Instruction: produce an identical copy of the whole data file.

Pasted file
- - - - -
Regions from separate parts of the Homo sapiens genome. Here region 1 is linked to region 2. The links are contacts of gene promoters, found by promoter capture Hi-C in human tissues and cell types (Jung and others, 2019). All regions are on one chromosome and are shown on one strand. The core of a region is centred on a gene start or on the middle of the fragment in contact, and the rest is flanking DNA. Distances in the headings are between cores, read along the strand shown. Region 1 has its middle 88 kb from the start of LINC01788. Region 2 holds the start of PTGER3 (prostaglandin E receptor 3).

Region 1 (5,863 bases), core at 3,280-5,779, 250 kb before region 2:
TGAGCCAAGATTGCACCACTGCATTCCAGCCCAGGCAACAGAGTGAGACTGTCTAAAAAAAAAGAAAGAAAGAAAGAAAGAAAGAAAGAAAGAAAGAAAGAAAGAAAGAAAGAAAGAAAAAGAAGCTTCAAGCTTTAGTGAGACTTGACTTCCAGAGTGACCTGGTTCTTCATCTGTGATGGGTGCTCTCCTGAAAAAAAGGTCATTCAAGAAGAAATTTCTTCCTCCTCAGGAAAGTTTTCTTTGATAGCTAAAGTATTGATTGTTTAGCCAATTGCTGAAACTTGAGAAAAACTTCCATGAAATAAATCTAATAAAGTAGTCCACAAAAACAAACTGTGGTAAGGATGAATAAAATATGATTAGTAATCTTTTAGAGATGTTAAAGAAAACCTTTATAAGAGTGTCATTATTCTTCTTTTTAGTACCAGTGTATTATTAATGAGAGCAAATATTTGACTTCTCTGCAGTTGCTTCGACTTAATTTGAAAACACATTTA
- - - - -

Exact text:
Regions from separate parts of the Homo sapiens genome. Here region 1 is linked to region 2. The links are contacts of gene promoters, found by promoter capture Hi-C in human tissues and cell types (Jung and others, 2019). All regions are on one chromosome and are shown on one strand. The core of a region is centred on a gene start or on the middle of the fragment in contact, and the rest is flanking DNA. Distances in the headings are between cores, read along the strand shown. Region 1 has its middle 88 kb from the start of LINC01788. Region 2 holds the start of PTGER3 (prostaglandin E receptor 3).

Region 1 (5,863 bases), core at 3,280-5,779, 250 kb before region 2:
TGAGCCAAGATTGCACCACTGCATTCCAGCCCAGGCAACAGAGTGAGACTGTCTAAAAAAAAAGAAAGAAAGAAAGAAAGAAAGAAAGAAAGAAAGAAAGAAAGAAAGAAAGAAAGAAAAAGAAGCTTCAAGCTTTAGTGAGACTTGACTTCCAGAGTGACCTGGTTCTTCATCTGTGATGGGTGCTCTCCTGAAAAAAAGGTCATTCAAGAAGAAATTTCTTCCTCCTCAGGAAAGTTTTCTTTGATAGCTAAAGTATTGATTGTTTAGCCAATTGCTGAAACTTGAGAAAAACTTCCATGAAATAAATCTAATAAAGTAGTCCACAAAAACAAACTGTGGTAAGGATGAATAAAATATGATTAGTAATCTTTTAGAGATGTTAAAGAAAACCTTTATAAGAGTGTCATTATTCTTCTTTTTAGTACCAGTGTATTATTAATGAGAGCAAATATTTGACTTCTCTGCAGTTGCTTCGACTTAATTTGAAAACACATTTA